The Encyclopedia of Democracy

Authors: Lipset
Summary: This short entry of approximately 750 words defines utilitarianism, describes Jeremy Bentham's theories about the concept, and analyzes its relationships with democracy and human rights.
The entry defines utilitarianism as an ethical theory that seeks to maximize happiness. Jeremy Bentham was one of utilitarianism's creators as well as one of its most ardent proponents. It was through his theories that utilitarianism became historically associated with democratic principles. Because Bentham's central concern was happiness rather than justice, he advocated democratic electoral institutions as the most important popular check on governmental authority and corruption. In fact, Bentham believed that democratic institutions would make certain constitutional limitations--like those placed on elected legislators--unnecessary. This intellectual perspective led Bentham, John Stuart Mill and others to criticize American institutions established as constitutional limitations, including federalism, separations of powers, judicial review and the Senate.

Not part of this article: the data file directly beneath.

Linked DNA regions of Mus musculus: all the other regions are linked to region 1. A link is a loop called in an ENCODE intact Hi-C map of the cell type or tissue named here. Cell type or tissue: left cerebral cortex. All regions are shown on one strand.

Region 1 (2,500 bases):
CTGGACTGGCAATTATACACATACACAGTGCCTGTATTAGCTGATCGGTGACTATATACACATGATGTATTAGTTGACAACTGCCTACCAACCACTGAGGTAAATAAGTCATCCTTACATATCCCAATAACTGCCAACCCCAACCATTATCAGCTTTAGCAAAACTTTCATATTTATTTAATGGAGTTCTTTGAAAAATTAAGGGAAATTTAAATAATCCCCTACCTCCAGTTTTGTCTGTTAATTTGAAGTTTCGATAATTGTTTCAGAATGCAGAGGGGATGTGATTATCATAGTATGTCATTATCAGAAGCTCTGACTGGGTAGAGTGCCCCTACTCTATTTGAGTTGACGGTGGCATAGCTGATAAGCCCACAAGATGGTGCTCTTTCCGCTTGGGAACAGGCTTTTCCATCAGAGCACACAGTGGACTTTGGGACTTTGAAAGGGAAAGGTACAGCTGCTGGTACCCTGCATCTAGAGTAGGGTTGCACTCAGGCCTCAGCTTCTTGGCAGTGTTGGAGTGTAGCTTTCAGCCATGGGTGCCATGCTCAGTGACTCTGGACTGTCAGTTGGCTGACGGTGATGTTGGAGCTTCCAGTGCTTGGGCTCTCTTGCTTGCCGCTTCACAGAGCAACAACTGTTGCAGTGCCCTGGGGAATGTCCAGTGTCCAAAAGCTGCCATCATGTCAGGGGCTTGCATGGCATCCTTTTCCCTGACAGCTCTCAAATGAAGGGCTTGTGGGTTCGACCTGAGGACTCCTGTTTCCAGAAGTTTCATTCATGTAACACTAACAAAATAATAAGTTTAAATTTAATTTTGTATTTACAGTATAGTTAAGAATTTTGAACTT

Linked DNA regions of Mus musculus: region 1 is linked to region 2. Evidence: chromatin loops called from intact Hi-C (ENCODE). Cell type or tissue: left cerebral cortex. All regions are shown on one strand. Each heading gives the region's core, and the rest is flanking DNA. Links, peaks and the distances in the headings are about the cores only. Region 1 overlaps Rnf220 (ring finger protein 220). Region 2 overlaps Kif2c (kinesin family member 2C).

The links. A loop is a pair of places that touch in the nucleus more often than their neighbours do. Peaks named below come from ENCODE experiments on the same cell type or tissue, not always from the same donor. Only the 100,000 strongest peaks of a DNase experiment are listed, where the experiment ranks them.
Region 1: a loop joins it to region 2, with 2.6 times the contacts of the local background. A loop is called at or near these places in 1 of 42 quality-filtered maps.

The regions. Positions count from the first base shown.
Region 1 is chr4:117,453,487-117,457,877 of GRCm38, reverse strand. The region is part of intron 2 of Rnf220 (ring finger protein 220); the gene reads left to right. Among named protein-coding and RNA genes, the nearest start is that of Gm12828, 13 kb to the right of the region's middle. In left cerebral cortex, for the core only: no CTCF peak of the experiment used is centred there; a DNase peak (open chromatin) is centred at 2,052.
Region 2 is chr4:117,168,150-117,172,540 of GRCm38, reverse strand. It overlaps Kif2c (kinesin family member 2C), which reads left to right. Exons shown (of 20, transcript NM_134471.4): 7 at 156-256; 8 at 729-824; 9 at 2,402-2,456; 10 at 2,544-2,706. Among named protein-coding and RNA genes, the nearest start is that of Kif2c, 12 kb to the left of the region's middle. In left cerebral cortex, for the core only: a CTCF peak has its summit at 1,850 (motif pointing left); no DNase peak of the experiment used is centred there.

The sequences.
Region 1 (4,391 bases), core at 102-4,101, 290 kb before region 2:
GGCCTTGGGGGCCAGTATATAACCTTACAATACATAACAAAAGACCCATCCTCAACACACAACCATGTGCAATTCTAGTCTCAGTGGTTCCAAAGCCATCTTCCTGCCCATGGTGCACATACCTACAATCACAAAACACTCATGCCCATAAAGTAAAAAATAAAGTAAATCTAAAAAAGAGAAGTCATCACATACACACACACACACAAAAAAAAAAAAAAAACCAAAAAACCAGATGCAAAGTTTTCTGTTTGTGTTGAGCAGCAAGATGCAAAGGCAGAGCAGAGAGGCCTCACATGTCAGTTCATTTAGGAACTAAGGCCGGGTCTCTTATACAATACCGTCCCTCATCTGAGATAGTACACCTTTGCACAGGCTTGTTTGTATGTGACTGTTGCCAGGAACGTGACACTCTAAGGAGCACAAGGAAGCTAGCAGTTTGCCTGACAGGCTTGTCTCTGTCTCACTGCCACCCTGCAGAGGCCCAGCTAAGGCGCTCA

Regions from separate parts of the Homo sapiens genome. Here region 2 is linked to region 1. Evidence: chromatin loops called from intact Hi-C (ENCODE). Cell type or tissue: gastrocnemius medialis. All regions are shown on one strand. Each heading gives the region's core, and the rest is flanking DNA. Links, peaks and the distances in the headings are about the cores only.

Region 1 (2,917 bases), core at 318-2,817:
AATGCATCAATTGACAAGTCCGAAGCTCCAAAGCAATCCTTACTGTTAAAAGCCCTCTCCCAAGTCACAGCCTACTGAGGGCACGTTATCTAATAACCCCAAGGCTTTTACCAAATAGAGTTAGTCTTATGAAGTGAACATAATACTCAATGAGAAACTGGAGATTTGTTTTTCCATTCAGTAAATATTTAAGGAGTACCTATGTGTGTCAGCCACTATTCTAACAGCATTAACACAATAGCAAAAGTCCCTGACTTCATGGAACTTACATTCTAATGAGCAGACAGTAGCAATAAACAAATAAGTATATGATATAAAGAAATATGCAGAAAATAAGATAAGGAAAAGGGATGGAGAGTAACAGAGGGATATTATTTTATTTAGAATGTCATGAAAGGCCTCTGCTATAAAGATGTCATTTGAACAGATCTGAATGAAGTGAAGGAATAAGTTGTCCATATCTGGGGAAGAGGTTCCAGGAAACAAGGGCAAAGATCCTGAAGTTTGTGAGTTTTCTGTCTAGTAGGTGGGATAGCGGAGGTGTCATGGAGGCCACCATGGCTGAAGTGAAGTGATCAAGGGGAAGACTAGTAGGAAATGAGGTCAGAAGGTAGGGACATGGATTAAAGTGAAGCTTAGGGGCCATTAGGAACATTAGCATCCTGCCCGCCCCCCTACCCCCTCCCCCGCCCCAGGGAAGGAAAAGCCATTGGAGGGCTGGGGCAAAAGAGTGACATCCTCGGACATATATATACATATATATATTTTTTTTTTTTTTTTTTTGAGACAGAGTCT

Bentham particularly and utilitarian theory generally object to any notion of human or natural rights. In fact, Bentham refers to natural rights as "nonsense on stilts," and calls the language of rights "terrorist language" that leads to anarchy and chaos. According to utilitarianism, the only human or natural rights that exist are those created by the sovereign. In the twentieth century, this intellectual perspective has been challenged. John Rawls, for example, regards utilitarian theory as incomplete and defective because it does not combine protections for individual liberty with constitutional limitations on political power.